8 Things to Love and Hate about Washington, D.C.

It's official. Instead of heading left, I'm heading right. While I'm sad to leave family and new friends behind in D.C., I'm really excited to be moving closer to friends and loved ones up here in New York. My year in D.C. was a really great experience. I grew to appreciate the city as more than just a tourist wandering by the landmarks dotting our nation's capital. Below is a quick run down of the things I loved and hated about life in the District.

The People

The interns, the foreigners, the politicians, the lobbyists, the non-profit hippies, and the preppy college students...they're all drawn to D.C. After a while, you start to wonder if you'll ever really connect with anyone who was born and raised in D.C. or has lived there long-term. I only met a handful of them. Over time, though, I grew to appreciate the eclectic mix of people D.C. draws, no matter how long they stay or where they're from.

The Streets

D.C. is really good at maintaining clean, green streets. I've also noticed the warmer climate encourages botanical creativity. The variety of shapes and colors of District houses - from Victorian, to federal, to modern - is wonderful. Although modern, sterile apartment buildings seem to be popping up left and right, each neighborhood maintains its own unique character. There's a certain charm and feel about this city that gives it great distinction above other cities in America.

Reagan National Airport

Easily accessible by Metro, taxi, or car, this is one of the easiest domestic airports I've traveled through in the nation. Even without TSA Pre-check, I'm generally able to navigate through security in 10 minutes or less. They've recently upgraded their shops, too. Unless there are weather delays (watch out for summer afternoon thunderstorms), there always seems to be a seat available in the waiting areas. Flight deals vary by season, and I've flown to New York City for as cheap as $150 round-trip.

The (Free) Museums

Yes, everything the guidebooks say about visiting the Smithsonian museums and the zoo in D.C. is true - they're free and they're pretty great. You can pay to go to some of the other museums and art galleries, but in my opinion, there is more than enough to see and enjoy for free. From my tour of the Capitol building, to my runs through the zoo, and my periodic visits to wander the halls of the National Gallery, I will always treasure the times I spent sightseeing on weekends.

The Metro

As convenient as it is, Metro service is pretty unreliable on weekends. There always seem to be alerts for track work. The Metro has some of the longest escalators I've ever seen, and the escalators are often broken or turned off. I was expecting more from the rail service in this city, and luckily, the bus service more than made up for any disappointment with the rail.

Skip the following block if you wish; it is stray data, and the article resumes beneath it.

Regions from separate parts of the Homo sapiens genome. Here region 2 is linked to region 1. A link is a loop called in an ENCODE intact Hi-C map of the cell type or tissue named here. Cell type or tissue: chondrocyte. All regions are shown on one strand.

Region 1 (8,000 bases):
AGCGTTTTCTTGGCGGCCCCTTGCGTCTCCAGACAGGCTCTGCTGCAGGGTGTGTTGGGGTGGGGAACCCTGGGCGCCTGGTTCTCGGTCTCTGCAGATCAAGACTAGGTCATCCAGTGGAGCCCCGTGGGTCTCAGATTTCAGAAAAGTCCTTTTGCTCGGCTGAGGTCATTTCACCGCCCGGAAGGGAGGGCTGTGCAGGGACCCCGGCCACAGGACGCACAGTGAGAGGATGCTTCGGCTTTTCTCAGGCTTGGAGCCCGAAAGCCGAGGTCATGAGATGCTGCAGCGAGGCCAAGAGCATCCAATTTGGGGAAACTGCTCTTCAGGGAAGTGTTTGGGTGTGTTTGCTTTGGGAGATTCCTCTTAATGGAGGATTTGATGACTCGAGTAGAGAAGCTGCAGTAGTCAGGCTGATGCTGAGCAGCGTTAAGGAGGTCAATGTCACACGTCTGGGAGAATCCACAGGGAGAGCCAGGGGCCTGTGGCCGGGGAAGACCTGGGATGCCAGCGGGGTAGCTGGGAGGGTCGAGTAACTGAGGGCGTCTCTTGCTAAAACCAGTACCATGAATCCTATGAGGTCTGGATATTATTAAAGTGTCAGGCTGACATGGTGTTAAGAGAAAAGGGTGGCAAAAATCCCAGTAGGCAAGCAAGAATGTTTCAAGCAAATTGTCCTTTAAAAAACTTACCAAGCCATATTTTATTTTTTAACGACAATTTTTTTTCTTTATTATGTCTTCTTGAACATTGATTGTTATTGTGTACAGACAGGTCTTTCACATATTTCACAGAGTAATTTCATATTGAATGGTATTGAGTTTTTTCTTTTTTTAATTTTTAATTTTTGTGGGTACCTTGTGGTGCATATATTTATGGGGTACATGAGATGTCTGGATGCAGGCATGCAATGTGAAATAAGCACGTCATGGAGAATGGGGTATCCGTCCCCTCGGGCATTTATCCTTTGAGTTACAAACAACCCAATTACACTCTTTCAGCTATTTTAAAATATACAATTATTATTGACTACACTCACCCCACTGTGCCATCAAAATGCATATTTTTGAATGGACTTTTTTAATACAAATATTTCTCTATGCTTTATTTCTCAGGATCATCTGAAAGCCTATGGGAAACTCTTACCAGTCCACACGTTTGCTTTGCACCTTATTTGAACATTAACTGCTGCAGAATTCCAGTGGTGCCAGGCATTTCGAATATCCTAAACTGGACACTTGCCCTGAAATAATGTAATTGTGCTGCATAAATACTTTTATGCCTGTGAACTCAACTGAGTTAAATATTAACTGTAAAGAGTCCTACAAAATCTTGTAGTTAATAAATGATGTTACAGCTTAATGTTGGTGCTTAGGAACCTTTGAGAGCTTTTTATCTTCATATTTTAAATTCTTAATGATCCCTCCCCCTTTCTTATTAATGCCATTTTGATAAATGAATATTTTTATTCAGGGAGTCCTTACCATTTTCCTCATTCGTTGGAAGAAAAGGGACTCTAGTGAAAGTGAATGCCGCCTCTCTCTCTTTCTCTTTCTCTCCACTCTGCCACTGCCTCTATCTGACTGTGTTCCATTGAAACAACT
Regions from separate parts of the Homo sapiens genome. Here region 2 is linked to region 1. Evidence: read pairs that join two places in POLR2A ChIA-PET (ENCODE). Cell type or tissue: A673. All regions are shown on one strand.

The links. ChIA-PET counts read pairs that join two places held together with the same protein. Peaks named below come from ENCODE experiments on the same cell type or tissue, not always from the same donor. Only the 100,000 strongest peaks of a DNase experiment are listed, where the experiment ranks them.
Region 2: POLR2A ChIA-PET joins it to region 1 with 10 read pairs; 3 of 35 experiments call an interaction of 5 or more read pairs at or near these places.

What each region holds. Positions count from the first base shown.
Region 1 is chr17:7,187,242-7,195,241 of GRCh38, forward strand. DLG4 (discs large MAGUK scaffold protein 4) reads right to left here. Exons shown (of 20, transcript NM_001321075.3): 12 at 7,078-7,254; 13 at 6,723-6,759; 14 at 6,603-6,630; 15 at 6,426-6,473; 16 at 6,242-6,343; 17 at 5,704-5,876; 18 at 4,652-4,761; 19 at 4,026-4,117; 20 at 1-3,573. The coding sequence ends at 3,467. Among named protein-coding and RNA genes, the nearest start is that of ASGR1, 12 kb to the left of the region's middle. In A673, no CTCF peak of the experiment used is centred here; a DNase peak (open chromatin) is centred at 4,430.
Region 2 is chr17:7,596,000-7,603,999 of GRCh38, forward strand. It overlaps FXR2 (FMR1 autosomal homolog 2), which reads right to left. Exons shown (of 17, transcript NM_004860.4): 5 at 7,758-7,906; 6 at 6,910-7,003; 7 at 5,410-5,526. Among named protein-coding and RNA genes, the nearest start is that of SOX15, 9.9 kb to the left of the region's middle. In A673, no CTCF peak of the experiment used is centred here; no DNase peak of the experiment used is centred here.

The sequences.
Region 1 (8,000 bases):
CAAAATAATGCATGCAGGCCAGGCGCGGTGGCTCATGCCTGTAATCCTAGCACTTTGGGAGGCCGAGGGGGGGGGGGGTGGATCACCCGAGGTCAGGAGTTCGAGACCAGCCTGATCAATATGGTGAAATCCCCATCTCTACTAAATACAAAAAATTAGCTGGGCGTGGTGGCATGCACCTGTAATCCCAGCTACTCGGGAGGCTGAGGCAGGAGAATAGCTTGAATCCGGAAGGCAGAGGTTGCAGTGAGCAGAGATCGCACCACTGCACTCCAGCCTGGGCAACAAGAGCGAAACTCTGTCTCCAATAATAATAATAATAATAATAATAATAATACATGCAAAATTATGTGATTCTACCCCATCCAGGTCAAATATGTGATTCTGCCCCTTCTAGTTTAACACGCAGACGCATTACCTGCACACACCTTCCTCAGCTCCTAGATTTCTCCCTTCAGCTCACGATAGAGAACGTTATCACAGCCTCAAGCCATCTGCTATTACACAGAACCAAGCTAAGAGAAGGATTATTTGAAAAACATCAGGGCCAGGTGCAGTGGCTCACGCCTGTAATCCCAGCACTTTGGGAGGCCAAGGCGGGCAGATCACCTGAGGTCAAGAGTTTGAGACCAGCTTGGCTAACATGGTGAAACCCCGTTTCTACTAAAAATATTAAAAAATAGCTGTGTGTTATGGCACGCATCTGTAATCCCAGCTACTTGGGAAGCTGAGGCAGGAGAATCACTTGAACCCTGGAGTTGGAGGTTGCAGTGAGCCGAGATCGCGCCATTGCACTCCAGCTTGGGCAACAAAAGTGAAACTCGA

D.C. is very much a city in transition. Like with any big city with neighborhoods undergoing change, people can be on edge as big box stores begin to move in and rents are raised. Ask any cab driver how long they've lived in the city and how much they've seen it change, and you'll get an earful. It's not necessarily a bad thing, and it's apparent that it used to be a much more dangerous place to live. It's also a city full of people who are in transition. Many are there on contracts for fixed durations, so it's a good thing to know before deciding to set down roots.

Dulles International Airport

Dulles is so far from the city, you must always remember to budget the cost of the SuperShuttle and enough time to get there into your plans. There are plans to fix this, however, with the opening of the Metro's Silver Line sometime in late July.

The Gingko

Gingko trees are lush and green in the summer, followed by a beautiful, bright yellow in the fall. It's a trap, though, so consider yourself warned. While you're busy admiring these tall trees and you have the misfortune of stepping on one of their round seed pods, you'll soon regret it. Your shoe will smell like a combo of vomit & dog poo, a smell that will linger with you for the rest of the day. The city is aware of the issue and tries to keep the sidewalks clean, but I say it's time they figure out a better way of dealing with these trees.

For more great tips on what to do on your visit to Washington, D.C., check out the AFAR Guide to Washington. Next up... more of my travels in New England and what I'll be working on in New York.